subjects begin to feel and behave in ways appropriate for "good hypnotic subjects" more trust, more allowed hypnotist can direct attentions and fantasies continue to do hypnotic stuff if they think the experiment in still going if experimenter eliminates their motivation for acting hypnotized, they become unresponsive

advocates of this theory contend that hypnotic phenomenon are an extension of everyday social behavior, not unique to hypnosis

most grant that normal social and cognitive processes play a part in hypnosis, but believe hypnosis is more than inducing someone to play the role of "good subject" (hypnotized subjects sometimes carry out even when believing no one is watching / distinctive brain activity accompanies hypnosis / mere imagination becomes compelling hallucination)

surgery argument- unlikely to risk severe pain just to please physician and fulfill role

Get the results you deserve

Chronobiology: Utilizing the Circadian Rhythm to prevent Obesity

Introduction: (skip if you want)

The human body is such a beautiful and stunning machine that is designed to adapt very efficiently to its constantly changing environment. Humans have muscles that will grow and strengthen when exercised, metabolism that will slow down and speed up according to food availability, and most importantly a circadian rhythm that is designed to anticipate and prepare for changes in the external environment.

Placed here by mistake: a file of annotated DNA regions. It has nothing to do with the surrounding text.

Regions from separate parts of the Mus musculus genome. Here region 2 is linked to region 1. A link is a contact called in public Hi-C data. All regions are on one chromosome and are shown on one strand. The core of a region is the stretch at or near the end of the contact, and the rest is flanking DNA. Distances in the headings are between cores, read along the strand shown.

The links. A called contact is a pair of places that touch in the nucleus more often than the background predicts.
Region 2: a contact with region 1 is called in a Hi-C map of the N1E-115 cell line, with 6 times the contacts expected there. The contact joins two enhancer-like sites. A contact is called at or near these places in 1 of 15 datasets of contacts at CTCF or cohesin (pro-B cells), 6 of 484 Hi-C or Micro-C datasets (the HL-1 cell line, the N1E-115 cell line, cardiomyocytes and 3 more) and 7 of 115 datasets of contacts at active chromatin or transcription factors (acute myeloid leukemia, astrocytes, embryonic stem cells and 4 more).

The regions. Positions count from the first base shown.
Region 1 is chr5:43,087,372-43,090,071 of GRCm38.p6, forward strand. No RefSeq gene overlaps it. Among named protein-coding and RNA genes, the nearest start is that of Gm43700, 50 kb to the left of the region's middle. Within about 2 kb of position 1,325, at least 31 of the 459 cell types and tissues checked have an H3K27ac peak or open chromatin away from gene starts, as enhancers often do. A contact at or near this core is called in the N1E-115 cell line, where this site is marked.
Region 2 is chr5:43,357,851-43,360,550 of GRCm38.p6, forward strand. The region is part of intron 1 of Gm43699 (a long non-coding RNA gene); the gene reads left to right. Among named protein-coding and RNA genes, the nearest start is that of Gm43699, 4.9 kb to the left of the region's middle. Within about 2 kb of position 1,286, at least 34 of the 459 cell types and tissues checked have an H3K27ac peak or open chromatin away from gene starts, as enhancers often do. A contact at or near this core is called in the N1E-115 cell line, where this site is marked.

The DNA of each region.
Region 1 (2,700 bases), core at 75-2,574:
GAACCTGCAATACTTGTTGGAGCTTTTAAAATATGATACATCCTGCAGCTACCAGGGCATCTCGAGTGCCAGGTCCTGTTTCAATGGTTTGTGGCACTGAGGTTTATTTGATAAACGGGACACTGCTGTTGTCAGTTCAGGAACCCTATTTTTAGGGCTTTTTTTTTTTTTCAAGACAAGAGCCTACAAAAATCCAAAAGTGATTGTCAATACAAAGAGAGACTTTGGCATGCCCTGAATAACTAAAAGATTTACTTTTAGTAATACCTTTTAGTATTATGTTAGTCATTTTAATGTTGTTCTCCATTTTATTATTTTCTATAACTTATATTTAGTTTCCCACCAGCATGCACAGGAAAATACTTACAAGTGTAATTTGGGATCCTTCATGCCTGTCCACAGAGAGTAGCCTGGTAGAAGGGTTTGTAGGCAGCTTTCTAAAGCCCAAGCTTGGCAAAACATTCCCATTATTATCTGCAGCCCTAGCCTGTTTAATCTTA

The circadian rhythm is also known more commonly as the “biological clock”. Our biological clock is a combination of complex systems inside the human body that work together in synchronization to make internal changes (metabolically, psychologically, behaviorally, etc.) at specific times of the day to predict and prepare for external changes that will occur in the environment so our body can respond and function appropriately. This article will go deep into the understandings and complexities of the circadian rhythm and its role in our body and the adverse effects circadian disruption can cause. A lot of scientific research has found that chronodisruption is associated with obesity and metabolic syndrome symptoms as well as premature aging, cancer, cardiovascular disease and psychological problems. After reading this article, one will easily understand why.

Click to enlarge image
Supporting Research (skip if you want)
In a study [3] investigating the circadian rhythm of lipoproteinlipase [a protein enzyme that cleaves triglycerides into Free Fatty Acids and helps the uptake of Free Fatty Acids into adipose (fat) tissue] and obesity in nocturnal mice, it was found that when the mice were fed a high-fat diet during the day they gained significantly more weight than when fed during the night. This occurred because lipoproteinlipase oscillations did not peak during the day to properly metabolize fat. From this we can conclude that it is important to eat at the right times while our metabolism (lipoproteinlipase for example) is at its peak to correctly metabolize food (such as fat).

How does the circadian rhythm work?
The main circadian rhythm is maintained by the Suprachiasmatic Nucleus found in the hypothalamus. It can receive photic (light) inputs from the environment via melanopsin ganglionar cells. These cells signal the brain via the non-visual pathway through the retinohypothalamic tract to perceive whether it is day or night . Under natural conditions of sleeping when the sun sets and waking when the sun rises, our suprachiasmatic nucleus is reset correctly each day to tell our body whether it is day or night. Other organs and various tissues in our body also have a self-sustained circadian rhythm but receive input regularly from the suprachiasmatic nucleus so the whole body can be correctly synchronized together and with the external environment (see diagram below).